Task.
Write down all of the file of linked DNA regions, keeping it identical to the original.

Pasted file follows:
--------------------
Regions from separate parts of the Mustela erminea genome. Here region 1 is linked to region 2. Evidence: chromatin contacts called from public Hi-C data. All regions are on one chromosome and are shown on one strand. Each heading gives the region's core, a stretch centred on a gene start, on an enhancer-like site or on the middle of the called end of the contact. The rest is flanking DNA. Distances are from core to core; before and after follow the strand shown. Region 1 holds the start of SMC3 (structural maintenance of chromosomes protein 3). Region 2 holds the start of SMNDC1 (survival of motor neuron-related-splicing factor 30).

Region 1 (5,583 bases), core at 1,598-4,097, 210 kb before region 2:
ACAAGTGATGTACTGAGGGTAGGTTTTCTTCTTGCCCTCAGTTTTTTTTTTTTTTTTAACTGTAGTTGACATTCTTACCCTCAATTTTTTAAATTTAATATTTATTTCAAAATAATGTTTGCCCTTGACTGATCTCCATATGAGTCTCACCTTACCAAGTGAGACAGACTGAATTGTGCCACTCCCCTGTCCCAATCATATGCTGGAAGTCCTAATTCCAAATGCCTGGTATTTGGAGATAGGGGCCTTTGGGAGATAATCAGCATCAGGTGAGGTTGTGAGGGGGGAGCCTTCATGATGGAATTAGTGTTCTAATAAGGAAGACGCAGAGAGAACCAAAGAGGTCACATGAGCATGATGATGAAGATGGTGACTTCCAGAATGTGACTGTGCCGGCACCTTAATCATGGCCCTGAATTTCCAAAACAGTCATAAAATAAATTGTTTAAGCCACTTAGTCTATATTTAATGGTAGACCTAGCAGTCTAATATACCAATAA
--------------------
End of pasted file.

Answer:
Regions from separate parts of the Mustela erminea genome. Here region 1 is linked to region 2. Evidence: chromatin contacts called from public Hi-C data. All regions are on one chromosome and are shown on one strand. Each heading gives the region's core, a stretch centred on a gene start, on an enhancer-like site or on the middle of the called end of the contact. The rest is flanking DNA. Distances are from core to core; before and after follow the strand shown. Region 1 holds the start of SMC3 (structural maintenance of chromosomes protein 3). Region 2 holds the start of SMNDC1 (survival of motor neuron-related-splicing factor 30).

Region 1 (5,583 bases), core at 1,598-4,097, 210 kb before region 2:
ACAAGTGATGTACTGAGGGTAGGTTTTCTTCTTGCCCTCAGTTTTTTTTTTTTTTTTAACTGTAGTTGACATTCTTACCCTCAATTTTTTAAATTTAATATTTATTTCAAAATAATGTTTGCCCTTGACTGATCTCCATATGAGTCTCACCTTACCAAGTGAGACAGACTGAATTGTGCCACTCCCCTGTCCCAATCATATGCTGGAAGTCCTAATTCCAAATGCCTGGTATTTGGAGATAGGGGCCTTTGGGAGATAATCAGCATCAGGTGAGGTTGTGAGGGGGGAGCCTTCATGATGGAATTAGTGTTCTAATAAGGAAGACGCAGAGAGAACCAAAGAGGTCACATGAGCATGATGATGAAGATGGTGACTTCCAGAATGTGACTGTGCCGGCACCTTAATCATGGCCCTGAATTTCCAAAACAGTCATAAAATAAATTGTTTAAGCCACTTAGTCTATATTTAATGGTAGACCTAGCAGTCTAATATACCAATAA